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Tate Modern

Tate Modern holds the national collection of British art from 1500 to the present day, and international modern and contemporary art. Based in the former Bankside Power Station in London, it is currently the most-visited modern art gallery in the world.  Visit their website  Image: Tate Modern, First floor of the Tate Modern, Nathan Rupert, flickr

Event date
Saturday, June 27, 2009 - 12:00

Tom McCarthy and Dominic Willsdon: These panels are our only models for the composition of poetry, or, How Marinetti taught me how to write  Marinetti's proclamations about literature—what it should and shouldn't be, the operations that it should attempt and tendencies that it should shun—outline a vision whose scope goes far beyond the boundaries of the middle-brow novel.

Event date
Saturday, June 27, 2009 - 12:00

Mary-Ann Caws, Manifesting A look at a selection of visual manifestos, in their relation to verbal ones—what sorts of crossover features might we determine (or invent), with our post-event imaginations running high, as in the original big and loud futurist ones? A quick dada/surrealist spin will be put on the whole thing, with additional thoughts after the Venice Biennale sneaking in.Suggested Further Reading:Mary Ann Caws, ed.

Event date
Saturday, June 27, 2009 - 12:00

Lutz Becker and Dominic Willsdon, Vita Futurista  A new version of Becker's acclaimed film Vita Futurista is being released on the occasion of the 2009 Centenary of Italian Futurism. It covers the story of Futurism from its beginnings in 1909 till the 1930s. The exhibition presented by Tate Modern concentrates on the first phase of Futurism which ended with the death of Boccioni in 1916. The film continues the history of Futurism through its second phase.

Event date
Saturday, June 27, 2009 - 12:00

Discussion 1 This symposium explores the controversial status of Futurist movements in art history, and some of their ‘avant-garde’ practices. Speakers engage with various forms of Futurist art, performance and film, including the use of manifestos and demonstrations. Italian Futurism will be viewed in relation to other radical art practices across Europe. The Futurists’ disdain for traditional values and their pursuit of an ‘art of modern life’ will be explored in relation to prevailing concepts of modernity and ‘avant-garde’ utopias.

Event date
Saturday, June 27, 2009 - 12:00

Gill Perry and Alex Danchev, Futurism: art and life and politics  The Futurist project was ambitious, not to say grandiose. It outran art to embrace life. It was also intensely political.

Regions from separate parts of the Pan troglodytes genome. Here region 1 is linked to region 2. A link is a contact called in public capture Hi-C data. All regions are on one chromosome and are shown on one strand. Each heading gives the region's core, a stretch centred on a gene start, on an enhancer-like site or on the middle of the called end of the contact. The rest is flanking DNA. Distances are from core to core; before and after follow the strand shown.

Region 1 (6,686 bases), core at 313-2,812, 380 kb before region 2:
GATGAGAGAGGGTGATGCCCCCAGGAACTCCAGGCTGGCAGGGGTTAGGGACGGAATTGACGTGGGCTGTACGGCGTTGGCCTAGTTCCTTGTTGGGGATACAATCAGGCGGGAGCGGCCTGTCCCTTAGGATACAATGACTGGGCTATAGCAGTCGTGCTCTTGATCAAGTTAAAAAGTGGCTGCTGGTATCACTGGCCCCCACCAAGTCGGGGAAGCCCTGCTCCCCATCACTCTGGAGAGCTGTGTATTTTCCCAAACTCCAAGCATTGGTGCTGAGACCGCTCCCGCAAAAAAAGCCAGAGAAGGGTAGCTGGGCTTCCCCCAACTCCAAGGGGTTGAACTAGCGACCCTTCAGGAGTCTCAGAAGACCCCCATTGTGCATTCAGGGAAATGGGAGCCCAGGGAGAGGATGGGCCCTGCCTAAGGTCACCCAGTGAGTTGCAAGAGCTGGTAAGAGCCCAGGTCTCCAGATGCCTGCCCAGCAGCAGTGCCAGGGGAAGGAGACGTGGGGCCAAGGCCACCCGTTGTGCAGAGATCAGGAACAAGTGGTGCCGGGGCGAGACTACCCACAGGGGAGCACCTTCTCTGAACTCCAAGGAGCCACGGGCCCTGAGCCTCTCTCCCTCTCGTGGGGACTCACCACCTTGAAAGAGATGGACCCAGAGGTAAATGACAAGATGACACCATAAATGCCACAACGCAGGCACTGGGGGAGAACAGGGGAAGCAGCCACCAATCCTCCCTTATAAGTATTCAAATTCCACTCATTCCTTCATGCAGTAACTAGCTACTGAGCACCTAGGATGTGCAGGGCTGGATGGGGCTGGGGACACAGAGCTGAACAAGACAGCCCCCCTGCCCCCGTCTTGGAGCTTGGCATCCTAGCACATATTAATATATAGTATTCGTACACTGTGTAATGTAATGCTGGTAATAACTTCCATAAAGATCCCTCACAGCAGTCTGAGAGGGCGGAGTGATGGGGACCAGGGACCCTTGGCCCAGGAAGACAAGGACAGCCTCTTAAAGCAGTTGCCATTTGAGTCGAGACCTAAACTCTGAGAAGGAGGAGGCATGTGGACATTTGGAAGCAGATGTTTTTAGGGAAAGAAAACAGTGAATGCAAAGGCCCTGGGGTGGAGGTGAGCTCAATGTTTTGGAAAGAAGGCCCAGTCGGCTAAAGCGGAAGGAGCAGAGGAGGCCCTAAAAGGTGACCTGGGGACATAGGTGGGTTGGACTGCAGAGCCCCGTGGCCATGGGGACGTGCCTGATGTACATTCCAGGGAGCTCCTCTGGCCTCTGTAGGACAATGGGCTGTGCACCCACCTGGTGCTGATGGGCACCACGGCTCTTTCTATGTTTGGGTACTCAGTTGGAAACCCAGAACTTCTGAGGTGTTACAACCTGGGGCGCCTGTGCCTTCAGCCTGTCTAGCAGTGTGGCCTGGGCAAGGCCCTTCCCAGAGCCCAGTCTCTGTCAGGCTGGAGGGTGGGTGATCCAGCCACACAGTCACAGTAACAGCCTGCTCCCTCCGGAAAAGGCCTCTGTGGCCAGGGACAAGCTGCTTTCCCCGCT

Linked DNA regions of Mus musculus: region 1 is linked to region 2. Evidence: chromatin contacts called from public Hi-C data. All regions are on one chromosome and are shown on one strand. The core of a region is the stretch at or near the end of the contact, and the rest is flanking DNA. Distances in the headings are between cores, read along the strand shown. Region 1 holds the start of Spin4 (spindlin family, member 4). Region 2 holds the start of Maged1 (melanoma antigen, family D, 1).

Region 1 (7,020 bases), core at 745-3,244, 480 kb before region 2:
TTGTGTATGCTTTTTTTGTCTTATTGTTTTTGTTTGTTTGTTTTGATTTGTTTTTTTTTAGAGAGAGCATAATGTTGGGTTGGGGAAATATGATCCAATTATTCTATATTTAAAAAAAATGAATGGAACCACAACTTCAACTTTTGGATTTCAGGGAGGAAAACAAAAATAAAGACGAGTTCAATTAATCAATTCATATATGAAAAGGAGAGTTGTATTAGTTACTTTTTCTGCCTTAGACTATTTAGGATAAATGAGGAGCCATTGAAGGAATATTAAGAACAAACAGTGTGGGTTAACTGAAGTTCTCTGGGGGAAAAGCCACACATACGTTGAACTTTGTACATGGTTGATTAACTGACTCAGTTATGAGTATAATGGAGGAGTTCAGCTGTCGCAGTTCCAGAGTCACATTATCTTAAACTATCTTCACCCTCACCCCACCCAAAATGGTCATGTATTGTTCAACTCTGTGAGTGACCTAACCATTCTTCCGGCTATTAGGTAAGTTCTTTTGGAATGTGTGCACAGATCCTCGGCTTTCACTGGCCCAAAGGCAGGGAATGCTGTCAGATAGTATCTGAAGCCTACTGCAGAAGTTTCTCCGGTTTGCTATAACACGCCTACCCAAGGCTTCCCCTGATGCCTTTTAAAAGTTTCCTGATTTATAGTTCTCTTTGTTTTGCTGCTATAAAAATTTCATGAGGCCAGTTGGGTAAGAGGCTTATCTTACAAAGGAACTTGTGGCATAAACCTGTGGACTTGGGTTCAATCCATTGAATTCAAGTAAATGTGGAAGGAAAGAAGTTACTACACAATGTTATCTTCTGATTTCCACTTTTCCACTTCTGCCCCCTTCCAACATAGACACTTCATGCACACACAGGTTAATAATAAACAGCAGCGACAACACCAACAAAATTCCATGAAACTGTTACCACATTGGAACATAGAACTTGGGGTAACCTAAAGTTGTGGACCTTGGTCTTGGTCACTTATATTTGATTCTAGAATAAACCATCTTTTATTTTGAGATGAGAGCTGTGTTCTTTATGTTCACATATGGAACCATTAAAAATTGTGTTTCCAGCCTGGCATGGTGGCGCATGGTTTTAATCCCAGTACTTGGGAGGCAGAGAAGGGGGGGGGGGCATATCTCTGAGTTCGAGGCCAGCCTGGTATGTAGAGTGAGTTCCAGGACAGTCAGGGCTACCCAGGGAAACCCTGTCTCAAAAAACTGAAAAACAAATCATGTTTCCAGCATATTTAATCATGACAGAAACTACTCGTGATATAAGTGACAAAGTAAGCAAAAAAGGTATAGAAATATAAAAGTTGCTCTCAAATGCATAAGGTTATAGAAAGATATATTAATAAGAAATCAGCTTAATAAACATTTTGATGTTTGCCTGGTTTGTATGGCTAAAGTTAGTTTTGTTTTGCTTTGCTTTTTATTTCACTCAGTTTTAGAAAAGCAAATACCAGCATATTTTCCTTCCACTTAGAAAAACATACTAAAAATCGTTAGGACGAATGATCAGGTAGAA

Event date
Saturday, June 27, 2009 - 12:00

Matthew Gale and Gill Perry, ‘The raging broom of madness’: making an exhibition of Futurism  The presentation covers some of the ideas, issues and decisions that went into making Futurism at Tate Modern. It covers a range from conception to installation, including such concerns as how to present the manifestos and what happened to Balla's dog?

Event date
Saturday, June 27, 2009 - 12:00

David Cottington, Futurism and The Avant-Garde  It is a commonplace of art history to observe that Italian futurism was among the first moveFuturism and The Avant-Gardements of the artistic avant-garde. But these terms, and the implications for understanding both futurist art and its significance for western modernism, are not often examined. What was ‘the avant-garde’, why did it emerge when it did, and what influence did it have on the sudden appearance of futurism on the European cultural stage?

Event date
Saturday, June 27, 2009 - 12:00

Gill Perry and Dominic Willsdon​, Introduction This symposium explores the controversial status of Futurist movements in art history, and some of their 'avant-garde' practices.

 

Event date
Saturday, June 22, 2002 - 12:00

Mike Belshaw, Gill Perry and Chris Riding, Discussion 2  Matisse Picasso at Tate Modern brings together major masterpieces by the two giants of modern art. Between them Matisse and Picasso originated many of the most significant developments of twentieth-century painting and sculpture. Now you can discover more about their fascinating and intricate relationship in this long-awaited exhibition which opens at Tate Modern and subsequently travels to Paris and New York.

Event date
Saturday, June 22, 2002 - 12:00

Gender, Matisse and the Fauves, Gill Perry  Gill Perry explores the relationship between the work of Matisse and the Fauve avant-garde, and that of several women artists working and exhibiting on the fringes of the movement. She focuses on issues of spectatorship and ideas of avant-gardism, and goes on to consider the role of gender in both contemporary and modern perceptions of Fauve practice.

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